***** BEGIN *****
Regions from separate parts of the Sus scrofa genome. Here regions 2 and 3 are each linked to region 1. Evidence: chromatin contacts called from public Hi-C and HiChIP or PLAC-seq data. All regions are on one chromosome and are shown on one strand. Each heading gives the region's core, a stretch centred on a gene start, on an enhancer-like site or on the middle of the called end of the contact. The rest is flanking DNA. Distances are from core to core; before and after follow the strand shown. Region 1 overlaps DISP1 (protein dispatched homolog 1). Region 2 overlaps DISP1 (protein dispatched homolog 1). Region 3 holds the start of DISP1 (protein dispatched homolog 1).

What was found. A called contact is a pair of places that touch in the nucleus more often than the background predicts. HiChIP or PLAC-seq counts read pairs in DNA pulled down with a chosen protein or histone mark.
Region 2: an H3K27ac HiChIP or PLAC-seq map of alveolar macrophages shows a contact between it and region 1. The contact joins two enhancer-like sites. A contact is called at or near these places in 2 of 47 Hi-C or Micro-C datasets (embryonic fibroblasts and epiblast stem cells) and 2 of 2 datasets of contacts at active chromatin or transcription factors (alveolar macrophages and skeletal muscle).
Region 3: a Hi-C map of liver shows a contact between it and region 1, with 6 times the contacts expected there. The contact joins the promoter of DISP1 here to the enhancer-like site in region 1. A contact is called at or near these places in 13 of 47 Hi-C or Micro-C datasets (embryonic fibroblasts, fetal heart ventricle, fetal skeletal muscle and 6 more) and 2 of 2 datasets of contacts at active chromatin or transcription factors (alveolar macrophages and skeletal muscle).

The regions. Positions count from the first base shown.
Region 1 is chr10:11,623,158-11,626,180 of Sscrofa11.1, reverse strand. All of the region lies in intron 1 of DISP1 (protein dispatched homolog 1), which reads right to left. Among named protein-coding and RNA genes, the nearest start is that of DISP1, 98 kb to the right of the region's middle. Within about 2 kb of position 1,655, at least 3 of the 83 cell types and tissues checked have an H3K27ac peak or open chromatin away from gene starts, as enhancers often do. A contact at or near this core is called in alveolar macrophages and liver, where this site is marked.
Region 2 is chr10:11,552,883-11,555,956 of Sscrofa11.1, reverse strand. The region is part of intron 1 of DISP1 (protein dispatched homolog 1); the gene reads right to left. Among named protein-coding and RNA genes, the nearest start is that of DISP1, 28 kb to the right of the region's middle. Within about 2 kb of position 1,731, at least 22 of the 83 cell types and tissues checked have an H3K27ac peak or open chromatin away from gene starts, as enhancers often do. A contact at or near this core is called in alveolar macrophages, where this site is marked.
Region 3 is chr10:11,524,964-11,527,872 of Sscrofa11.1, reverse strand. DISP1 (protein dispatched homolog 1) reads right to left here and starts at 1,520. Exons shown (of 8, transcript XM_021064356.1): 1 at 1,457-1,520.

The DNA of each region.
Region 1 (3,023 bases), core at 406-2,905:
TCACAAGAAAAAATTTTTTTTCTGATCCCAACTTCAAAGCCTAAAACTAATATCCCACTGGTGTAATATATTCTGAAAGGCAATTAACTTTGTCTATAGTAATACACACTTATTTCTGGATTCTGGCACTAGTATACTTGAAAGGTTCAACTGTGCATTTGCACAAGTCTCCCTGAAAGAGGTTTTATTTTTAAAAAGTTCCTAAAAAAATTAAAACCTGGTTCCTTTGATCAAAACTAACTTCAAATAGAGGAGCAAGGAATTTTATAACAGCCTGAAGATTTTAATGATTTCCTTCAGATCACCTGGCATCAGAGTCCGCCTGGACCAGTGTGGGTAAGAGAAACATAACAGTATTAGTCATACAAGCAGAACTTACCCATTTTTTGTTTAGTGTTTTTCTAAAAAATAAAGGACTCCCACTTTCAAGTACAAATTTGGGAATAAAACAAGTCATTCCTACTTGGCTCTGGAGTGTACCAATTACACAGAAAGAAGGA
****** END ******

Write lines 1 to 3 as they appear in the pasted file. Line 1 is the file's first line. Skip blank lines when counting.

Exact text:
Regions from separate parts of the Sus scrofa genome. Here regions 2 and 3 are each linked to region 1. Evidence: chromatin contacts called from public Hi-C and HiChIP or PLAC-seq data. All regions are on one chromosome and are shown on one strand. Each heading gives the region's core, a stretch centred on a gene start, on an enhancer-like site or on the middle of the called end of the contact. The rest is flanking DNA. Distances are from core to core; before and after follow the strand shown. Region 1 overlaps DISP1 (protein dispatched homolog 1). Region 2 overlaps DISP1 (protein dispatched homolog 1). Region 3 holds the start of DISP1 (protein dispatched homolog 1).

What was found. A called contact is a pair of places that touch in the nucleus more often than the background predicts. HiChIP or PLAC-seq counts read pairs in DNA pulled down with a chosen protein or histone mark.
Region 2: an H3K27ac HiChIP or PLAC-seq map of alveolar macrophages shows a contact between it and region 1. The contact joins two enhancer-like sites. A contact is called at or near these places in 2 of 47 Hi-C or Micro-C datasets (embryonic fibroblasts and epiblast stem cells) and 2 of 2 datasets of contacts at active chromatin or transcription factors (alveolar macrophages and skeletal muscle).